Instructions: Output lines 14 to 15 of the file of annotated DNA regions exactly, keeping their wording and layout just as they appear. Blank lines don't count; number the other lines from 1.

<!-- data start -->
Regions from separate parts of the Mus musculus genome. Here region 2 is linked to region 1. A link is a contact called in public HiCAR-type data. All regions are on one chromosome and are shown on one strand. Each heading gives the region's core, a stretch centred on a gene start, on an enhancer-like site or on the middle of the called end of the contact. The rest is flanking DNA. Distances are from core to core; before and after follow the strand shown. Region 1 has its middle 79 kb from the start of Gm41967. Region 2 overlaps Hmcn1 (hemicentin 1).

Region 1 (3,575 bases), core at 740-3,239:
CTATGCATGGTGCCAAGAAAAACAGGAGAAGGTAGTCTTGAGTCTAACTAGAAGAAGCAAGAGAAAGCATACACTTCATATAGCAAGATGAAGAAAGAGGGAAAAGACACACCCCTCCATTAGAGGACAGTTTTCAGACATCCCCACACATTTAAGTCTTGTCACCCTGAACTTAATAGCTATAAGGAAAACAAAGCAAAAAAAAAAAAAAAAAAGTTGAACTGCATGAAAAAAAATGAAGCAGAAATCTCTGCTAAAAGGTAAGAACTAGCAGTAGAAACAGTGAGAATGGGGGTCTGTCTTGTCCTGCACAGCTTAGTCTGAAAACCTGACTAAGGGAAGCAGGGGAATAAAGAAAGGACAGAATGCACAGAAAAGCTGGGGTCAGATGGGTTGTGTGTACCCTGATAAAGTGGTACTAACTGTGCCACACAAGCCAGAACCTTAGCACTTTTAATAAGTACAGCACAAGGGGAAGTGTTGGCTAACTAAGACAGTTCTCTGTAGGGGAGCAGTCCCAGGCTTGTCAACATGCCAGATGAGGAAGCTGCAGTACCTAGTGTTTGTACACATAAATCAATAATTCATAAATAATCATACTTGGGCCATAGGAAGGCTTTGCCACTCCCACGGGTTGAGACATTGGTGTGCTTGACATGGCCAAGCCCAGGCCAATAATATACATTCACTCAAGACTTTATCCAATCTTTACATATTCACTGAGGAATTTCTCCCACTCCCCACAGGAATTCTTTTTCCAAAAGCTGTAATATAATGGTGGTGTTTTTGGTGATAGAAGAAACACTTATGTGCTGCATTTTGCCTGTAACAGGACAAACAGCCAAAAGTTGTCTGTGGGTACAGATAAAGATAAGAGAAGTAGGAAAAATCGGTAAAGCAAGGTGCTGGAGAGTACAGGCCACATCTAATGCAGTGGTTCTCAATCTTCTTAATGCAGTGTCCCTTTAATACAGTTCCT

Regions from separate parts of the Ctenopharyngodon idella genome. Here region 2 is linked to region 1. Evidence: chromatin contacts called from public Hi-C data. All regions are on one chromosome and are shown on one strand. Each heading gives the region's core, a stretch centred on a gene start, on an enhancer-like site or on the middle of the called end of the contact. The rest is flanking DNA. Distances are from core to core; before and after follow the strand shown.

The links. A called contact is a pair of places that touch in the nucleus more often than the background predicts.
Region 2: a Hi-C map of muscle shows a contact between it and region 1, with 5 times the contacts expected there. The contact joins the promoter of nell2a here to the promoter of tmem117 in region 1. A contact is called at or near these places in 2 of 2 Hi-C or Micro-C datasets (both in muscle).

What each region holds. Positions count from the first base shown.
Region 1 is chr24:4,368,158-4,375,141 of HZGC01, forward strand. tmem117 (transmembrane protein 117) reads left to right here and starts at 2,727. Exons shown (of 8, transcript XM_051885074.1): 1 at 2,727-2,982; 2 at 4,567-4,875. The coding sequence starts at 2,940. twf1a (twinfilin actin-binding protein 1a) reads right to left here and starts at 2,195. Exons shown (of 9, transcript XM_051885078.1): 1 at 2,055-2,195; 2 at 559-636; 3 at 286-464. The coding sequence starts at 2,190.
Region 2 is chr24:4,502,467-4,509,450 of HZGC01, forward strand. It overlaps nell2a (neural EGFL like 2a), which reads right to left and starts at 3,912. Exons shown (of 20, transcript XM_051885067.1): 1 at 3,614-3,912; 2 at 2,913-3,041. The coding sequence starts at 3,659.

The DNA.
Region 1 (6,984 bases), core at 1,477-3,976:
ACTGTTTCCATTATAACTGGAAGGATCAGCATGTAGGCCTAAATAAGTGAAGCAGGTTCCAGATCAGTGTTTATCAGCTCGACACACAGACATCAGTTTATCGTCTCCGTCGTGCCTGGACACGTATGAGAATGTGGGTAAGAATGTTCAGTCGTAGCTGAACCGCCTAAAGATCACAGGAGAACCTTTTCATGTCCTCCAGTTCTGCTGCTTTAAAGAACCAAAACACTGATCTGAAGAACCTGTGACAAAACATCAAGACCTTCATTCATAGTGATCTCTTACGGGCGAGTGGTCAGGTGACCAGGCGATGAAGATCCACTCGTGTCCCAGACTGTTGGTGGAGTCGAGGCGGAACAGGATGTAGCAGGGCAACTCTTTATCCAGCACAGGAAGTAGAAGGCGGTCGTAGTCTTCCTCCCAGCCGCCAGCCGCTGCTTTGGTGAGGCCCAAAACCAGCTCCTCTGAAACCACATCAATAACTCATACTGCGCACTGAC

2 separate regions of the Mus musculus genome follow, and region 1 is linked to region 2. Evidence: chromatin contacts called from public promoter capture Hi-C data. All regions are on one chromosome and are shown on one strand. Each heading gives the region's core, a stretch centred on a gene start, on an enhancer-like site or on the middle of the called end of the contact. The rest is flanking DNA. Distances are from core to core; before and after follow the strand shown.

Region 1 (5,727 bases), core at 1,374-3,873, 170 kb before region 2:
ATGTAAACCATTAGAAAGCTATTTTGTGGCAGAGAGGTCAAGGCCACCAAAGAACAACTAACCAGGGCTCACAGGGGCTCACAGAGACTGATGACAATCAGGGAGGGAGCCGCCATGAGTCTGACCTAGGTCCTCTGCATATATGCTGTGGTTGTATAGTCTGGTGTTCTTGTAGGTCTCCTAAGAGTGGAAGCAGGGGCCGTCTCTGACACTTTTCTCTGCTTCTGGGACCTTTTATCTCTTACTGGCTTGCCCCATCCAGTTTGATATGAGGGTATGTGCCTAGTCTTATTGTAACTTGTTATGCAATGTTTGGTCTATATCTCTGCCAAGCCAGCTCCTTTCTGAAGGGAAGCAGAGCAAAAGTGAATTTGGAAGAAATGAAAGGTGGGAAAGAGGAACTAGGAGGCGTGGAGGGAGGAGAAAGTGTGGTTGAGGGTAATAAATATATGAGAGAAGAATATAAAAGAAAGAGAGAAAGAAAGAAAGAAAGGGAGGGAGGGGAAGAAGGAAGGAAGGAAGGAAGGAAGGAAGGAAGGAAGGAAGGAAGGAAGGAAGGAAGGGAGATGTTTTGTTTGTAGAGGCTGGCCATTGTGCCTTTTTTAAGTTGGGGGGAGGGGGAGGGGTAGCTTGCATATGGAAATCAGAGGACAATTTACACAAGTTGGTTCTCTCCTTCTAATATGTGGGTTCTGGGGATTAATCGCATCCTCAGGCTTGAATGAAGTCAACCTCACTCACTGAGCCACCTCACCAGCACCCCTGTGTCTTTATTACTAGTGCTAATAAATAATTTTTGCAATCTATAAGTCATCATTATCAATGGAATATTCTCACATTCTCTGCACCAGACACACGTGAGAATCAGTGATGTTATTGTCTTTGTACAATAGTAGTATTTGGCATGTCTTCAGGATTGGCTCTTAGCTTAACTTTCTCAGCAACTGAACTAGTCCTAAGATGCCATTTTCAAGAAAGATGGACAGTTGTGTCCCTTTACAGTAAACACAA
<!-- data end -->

Region 1 (5,727 bases), core at 1,374-3,873, 170 kb before region 2:
ATGTAAACCATTAGAAAGCTATTTTGTGGCAGAGAGGTCAAGGCCACCAAAGAACAACTAACCAGGGCTCACAGGGGCTCACAGAGACTGATGACAATCAGGGAGGGAGCCGCCATGAGTCTGACCTAGGTCCTCTGCATATATGCTGTGGTTGTATAGTCTGGTGTTCTTGTAGGTCTCCTAAGAGTGGAAGCAGGGGCCGTCTCTGACACTTTTCTCTGCTTCTGGGACCTTTTATCTCTTACTGGCTTGCCCCATCCAGTTTGATATGAGGGTATGTGCCTAGTCTTATTGTAACTTGTTATGCAATGTTTGGTCTATATCTCTGCCAAGCCAGCTCCTTTCTGAAGGGAAGCAGAGCAAAAGTGAATTTGGAAGAAATGAAAGGTGGGAAAGAGGAACTAGGAGGCGTGGAGGGAGGAGAAAGTGTGGTTGAGGGTAATAAATATATGAGAGAAGAATATAAAAGAAAGAGAGAAAGAAAGAAAGAAAGGGAGGGAGGGGAAGAAGGAAGGAAGGAAGGAAGGAAGGAAGGAAGGAAGGAAGGAAGGAAGGAAGGAAGGGAGATGTTTTGTTTGTAGAGGCTGGCCATTGTGCCTTTTTTAAGTTGGGGGGAGGGGGAGGGGTAGCTTGCATATGGAAATCAGAGGACAATTTACACAAGTTGGTTCTCTCCTTCTAATATGTGGGTTCTGGGGATTAATCGCATCCTCAGGCTTGAATGAAGTCAACCTCACTCACTGAGCCACCTCACCAGCACCCCTGTGTCTTTATTACTAGTGCTAATAAATAATTTTTGCAATCTATAAGTCATCATTATCAATGGAATATTCTCACATTCTCTGCACCAGACACACGTGAGAATCAGTGATGTTATTGTCTTTGTACAATAGTAGTATTTGGCATGTCTTCAGGATTGGCTCTTAGCTTAACTTTCTCAGCAACTGAACTAGTCCTAAGATGCCATTTTCAAGAAAGATGGACAGTTGTGTCCCTTTACAGTAAACACAA